(Calculated Risk) From CBS: New Trend In Sacramento: 'Intentional Foreclosure' (hat tip Shawn)
Linda Caoli helps lots of families on the verge of losing their homes, including a single mom working two jobs to pay her mortgage.This is similar to Peter Viles' story in the LA Times: A tipping point? "Foreclose me ... I'll save money".
"She says Linda the house across the street, same model, with more upgrades sold in foreclosure for $315,000!" explains Linda.
Her client isn't the only one thinking about ditching her house to buy the better deal across the street. A number of realtors CBS13 talked to say it's already happening.
Wachovia is seeing this too (from their Jan 22nd conference call):
“... people that have otherwise had the capacity to pay, but have basically just decided not to because they feel like they've lost equity ...”And from BofA CEO Kenneth Lewis in December:
"There's been a change in social attitudes toward default. We're seeing people who are current on their credit cards but are defaulting on their mortgages. I'm astonished that people would walk away from their homes."This change in social attitudes could lead to a flood of foreclosures. The following is from my post last December: Homeowners With Negative Equity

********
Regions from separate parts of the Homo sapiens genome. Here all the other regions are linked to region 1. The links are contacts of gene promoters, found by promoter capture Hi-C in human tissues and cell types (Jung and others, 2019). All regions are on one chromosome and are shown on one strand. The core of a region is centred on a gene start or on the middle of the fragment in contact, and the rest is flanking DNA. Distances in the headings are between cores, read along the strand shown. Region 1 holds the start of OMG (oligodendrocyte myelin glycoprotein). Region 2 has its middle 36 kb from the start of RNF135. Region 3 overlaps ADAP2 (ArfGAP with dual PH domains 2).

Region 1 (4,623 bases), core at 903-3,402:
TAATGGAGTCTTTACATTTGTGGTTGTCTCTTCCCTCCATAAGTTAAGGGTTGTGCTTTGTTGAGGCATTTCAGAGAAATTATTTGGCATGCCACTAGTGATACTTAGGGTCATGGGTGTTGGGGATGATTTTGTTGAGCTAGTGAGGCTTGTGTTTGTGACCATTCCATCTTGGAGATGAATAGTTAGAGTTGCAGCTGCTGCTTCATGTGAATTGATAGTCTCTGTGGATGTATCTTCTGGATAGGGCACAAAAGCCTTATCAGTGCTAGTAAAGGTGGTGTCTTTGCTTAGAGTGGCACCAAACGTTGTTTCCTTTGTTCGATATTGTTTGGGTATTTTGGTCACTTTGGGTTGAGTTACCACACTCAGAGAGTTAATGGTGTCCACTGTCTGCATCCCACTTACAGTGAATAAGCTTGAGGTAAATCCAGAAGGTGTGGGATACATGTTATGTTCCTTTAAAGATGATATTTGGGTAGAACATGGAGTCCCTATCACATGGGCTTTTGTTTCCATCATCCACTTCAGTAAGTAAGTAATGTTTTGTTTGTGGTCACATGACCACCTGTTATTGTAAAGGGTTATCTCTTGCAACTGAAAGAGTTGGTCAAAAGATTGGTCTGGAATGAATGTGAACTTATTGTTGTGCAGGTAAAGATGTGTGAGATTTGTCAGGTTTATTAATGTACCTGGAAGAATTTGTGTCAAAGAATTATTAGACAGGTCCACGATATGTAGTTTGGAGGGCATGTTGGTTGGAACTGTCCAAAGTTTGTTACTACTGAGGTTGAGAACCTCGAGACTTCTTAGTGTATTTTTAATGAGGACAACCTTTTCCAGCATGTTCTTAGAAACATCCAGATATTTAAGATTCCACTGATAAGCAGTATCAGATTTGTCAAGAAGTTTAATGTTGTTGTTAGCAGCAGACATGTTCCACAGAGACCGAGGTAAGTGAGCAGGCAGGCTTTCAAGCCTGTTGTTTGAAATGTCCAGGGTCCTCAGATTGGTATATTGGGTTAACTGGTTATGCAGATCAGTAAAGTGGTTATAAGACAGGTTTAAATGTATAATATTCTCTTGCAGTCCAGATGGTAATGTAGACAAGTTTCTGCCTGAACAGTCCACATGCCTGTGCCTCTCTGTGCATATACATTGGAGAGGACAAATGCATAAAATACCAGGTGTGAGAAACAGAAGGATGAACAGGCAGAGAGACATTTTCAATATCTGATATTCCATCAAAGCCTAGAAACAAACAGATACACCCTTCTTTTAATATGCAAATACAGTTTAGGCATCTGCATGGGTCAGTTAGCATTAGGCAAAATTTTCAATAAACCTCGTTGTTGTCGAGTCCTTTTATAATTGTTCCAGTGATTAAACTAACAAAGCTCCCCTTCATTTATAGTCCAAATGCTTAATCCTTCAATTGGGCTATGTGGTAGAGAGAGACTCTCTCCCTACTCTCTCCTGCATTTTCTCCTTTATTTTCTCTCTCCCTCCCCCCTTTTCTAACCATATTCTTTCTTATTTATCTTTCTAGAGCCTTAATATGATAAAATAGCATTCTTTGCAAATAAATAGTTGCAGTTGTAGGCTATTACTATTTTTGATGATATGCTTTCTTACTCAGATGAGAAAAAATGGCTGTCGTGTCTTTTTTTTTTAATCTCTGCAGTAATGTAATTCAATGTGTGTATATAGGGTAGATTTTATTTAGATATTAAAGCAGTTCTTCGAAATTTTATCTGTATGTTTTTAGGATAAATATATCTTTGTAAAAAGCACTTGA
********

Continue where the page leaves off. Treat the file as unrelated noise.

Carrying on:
The following graph shows the number of homeowners with no or negative equity, using the most recent First American data, with several different price declines.
At the end of 2006, there were approximately 3.5 million U.S. homeowners with no or negative equity. (approximately 7% of the 51 million household with mortgages).
By the end of 2007, the number will have risen to about 5.6 million.
If prices decline an additional 10% in 2008, the number of homeowners with no equity will rise to 10.7 million.
The last two categories are based on a 20%, and 30%, peak to trough declines. The 20% decline was suggested by MarketWatch chief economist Irwin Kellner (See How low must housing prices go?) and 30% was suggested by Paul Krugman (see What it takes).
Intentional foreclosure. Jingle Mail. Negative Equity. All terms that could be common in 2008.